It isn't every day that a state's largest polluter is honored. It helps when the polluter -- and its buddies -- helped found and advise the group giving the award. The Maryland-based Wildlife Habitat Council gave biodiversity conservation awards to 21 companies, including the Lafarge cement plant in Ravena, New York. The award was for Lafarge's 150-acre Deer Mountain Nature Preserve. The honor was not publicized until the company came under fire for mercury contamination near a local high school.
Mark Fiore's satirical take on Chevron in Ecuador
Five days after its military analyst program was exposed by the New York Times, the Pentagon announced that "briefings and all other interactions with the military analysts had been suspended indefinitely pending an internal review." Pentagon spokesperson Robert Hastings "could not say ... how long this review might take.
Amy Bennett Williams, following up on her previous article reports, "As the Coalition of Immokalee Workers prepares to deliver more than 60,000 petitions to Burger King headquarters in Miami today, the daughter of Burger King's vice-president Stephen Grover confirmed her father is responsible for online post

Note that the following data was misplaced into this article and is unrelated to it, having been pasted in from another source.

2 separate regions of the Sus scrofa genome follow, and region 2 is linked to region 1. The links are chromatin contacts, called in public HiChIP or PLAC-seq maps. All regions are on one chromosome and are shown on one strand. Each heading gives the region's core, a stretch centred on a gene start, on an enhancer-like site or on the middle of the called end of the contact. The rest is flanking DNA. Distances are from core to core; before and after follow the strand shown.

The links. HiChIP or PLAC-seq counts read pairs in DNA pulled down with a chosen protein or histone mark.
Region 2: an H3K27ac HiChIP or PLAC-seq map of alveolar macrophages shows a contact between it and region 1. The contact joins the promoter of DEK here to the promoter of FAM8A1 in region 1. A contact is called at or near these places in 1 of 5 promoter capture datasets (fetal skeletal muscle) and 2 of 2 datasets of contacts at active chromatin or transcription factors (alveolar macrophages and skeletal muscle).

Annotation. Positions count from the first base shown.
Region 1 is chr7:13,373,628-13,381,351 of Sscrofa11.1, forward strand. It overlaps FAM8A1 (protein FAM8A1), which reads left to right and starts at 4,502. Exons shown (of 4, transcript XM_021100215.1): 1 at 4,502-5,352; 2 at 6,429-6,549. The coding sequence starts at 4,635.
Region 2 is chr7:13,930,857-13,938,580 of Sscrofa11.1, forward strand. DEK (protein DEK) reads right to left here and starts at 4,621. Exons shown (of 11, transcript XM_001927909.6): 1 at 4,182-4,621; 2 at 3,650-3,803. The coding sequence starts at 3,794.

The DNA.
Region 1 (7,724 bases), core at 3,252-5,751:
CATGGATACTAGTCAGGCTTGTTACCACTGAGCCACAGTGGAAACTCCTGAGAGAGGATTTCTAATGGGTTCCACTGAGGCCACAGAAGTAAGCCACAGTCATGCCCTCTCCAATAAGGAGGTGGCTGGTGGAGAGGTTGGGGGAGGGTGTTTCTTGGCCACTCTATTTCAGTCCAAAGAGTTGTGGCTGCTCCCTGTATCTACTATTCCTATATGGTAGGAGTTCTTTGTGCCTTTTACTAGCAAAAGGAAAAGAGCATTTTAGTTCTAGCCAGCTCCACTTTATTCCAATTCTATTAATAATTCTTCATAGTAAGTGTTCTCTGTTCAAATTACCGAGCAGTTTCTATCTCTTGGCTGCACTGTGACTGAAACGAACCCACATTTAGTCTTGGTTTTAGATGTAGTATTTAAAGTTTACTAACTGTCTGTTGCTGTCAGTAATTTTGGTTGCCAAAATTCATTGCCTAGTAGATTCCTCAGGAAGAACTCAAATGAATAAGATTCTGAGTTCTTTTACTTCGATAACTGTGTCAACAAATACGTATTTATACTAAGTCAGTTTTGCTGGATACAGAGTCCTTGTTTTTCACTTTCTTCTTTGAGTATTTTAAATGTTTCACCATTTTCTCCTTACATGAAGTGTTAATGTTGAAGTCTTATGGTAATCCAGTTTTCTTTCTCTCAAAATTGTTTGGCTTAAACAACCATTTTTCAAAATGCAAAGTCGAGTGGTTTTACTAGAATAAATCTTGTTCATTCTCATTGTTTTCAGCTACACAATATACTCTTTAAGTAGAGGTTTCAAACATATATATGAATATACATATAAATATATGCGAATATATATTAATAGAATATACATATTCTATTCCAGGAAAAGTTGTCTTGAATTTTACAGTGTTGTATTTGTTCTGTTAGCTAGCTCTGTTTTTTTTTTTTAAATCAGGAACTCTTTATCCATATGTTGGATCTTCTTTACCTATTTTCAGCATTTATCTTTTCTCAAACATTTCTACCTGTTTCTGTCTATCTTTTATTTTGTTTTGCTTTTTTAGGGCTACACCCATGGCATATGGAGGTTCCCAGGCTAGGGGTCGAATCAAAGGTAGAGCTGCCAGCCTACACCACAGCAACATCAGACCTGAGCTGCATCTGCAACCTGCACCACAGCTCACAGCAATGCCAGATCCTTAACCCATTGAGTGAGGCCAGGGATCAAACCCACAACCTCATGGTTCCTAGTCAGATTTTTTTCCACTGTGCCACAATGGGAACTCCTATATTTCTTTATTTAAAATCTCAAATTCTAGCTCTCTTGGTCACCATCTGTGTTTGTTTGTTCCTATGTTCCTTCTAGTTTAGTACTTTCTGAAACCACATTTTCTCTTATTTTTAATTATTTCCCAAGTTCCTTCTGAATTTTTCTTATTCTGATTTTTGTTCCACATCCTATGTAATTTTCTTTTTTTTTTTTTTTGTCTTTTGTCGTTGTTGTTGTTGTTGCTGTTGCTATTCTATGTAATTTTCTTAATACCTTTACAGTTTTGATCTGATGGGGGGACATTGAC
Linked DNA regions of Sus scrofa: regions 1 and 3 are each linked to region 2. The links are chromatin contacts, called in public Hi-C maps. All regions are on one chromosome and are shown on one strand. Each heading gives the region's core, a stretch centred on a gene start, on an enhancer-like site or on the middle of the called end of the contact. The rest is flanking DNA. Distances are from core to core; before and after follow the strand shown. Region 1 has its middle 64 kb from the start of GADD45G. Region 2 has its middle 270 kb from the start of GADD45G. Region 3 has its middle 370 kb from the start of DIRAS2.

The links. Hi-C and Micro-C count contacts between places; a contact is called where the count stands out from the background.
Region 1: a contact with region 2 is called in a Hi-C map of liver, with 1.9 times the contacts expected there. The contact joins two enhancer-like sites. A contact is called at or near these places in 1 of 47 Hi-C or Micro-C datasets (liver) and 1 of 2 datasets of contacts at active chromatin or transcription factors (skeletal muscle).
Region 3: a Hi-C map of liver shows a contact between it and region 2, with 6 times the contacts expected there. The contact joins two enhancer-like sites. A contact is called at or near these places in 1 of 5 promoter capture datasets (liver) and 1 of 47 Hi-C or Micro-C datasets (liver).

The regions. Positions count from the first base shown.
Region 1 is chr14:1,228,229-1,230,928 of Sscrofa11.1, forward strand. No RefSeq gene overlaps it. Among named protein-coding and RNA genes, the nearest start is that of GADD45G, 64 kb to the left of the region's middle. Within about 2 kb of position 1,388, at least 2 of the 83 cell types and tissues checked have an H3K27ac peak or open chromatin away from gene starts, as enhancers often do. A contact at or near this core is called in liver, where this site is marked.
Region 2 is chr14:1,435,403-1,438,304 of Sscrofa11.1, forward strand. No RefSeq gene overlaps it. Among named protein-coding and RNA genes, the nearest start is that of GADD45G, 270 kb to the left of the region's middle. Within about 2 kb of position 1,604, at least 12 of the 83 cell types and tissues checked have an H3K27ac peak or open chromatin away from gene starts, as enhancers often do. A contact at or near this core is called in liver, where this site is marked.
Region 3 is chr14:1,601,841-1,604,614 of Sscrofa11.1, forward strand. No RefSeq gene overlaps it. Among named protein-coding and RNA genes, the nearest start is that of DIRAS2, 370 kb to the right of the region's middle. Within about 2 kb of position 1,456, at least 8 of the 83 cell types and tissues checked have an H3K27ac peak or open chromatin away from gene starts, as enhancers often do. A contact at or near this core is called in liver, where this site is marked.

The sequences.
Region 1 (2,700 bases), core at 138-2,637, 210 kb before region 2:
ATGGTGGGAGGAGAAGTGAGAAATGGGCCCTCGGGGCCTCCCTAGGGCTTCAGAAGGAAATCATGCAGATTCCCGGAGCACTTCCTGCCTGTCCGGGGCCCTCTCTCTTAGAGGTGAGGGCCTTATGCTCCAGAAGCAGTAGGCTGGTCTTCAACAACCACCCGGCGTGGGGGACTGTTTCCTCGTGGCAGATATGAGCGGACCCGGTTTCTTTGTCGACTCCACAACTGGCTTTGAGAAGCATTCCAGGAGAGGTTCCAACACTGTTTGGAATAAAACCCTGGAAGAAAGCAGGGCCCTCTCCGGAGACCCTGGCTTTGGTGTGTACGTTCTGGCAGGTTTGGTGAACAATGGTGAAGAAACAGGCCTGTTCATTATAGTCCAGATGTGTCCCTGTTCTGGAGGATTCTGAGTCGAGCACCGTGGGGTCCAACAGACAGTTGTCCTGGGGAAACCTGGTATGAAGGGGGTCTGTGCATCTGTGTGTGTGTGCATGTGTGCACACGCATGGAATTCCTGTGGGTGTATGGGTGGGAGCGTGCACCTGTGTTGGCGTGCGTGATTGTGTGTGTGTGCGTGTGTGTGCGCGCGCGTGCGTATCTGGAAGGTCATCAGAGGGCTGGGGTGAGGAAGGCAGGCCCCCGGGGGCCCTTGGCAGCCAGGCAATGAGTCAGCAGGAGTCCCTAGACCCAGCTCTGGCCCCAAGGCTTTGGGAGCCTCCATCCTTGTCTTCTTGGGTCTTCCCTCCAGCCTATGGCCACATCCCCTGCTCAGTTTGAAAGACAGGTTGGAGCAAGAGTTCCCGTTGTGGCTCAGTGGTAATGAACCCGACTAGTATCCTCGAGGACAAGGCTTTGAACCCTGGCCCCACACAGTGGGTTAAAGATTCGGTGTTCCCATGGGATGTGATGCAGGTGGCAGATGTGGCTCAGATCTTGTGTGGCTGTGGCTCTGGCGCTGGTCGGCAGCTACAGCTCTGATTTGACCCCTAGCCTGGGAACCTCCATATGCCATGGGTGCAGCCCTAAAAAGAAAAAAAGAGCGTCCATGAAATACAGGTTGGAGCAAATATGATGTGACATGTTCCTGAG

The Free Tibet Campaign in the UK has warned that "any PR agency that is trying to assist China in its twisted distortion of the truth would be potentially exposing itself to protests outside its offices." Despite this, PR Week reports that Ogilvy,
Twenty Army National Guard public information officers based in Madison, Wisconsin, will soon begin a year-long st
Appearing before a parliamentary committee inquiry into the lobbying industry, the head of Bell Pottinger, Peter Bingle, explained that the agency had been approached to represent the Zimbabwe regime headed by Robert Mugabe. "We will turn down clients. We had a call from Zimbabwe asking to advise Zimbabwe. We said thank you very much, but no. It would have been a fairly malign campaign if someone had run it," Bingle said.
A week ago the Exxon-funded think tank, the Heartland Institute, hosted what it dubbed The 2008 International Conference on Climate Change. In his opening remarks, Heartland's President Joseph L.
An article in the Independent links funding for the "2008 International Conference on Climate Change" held in New York earlier this month to tobacco and oil companies.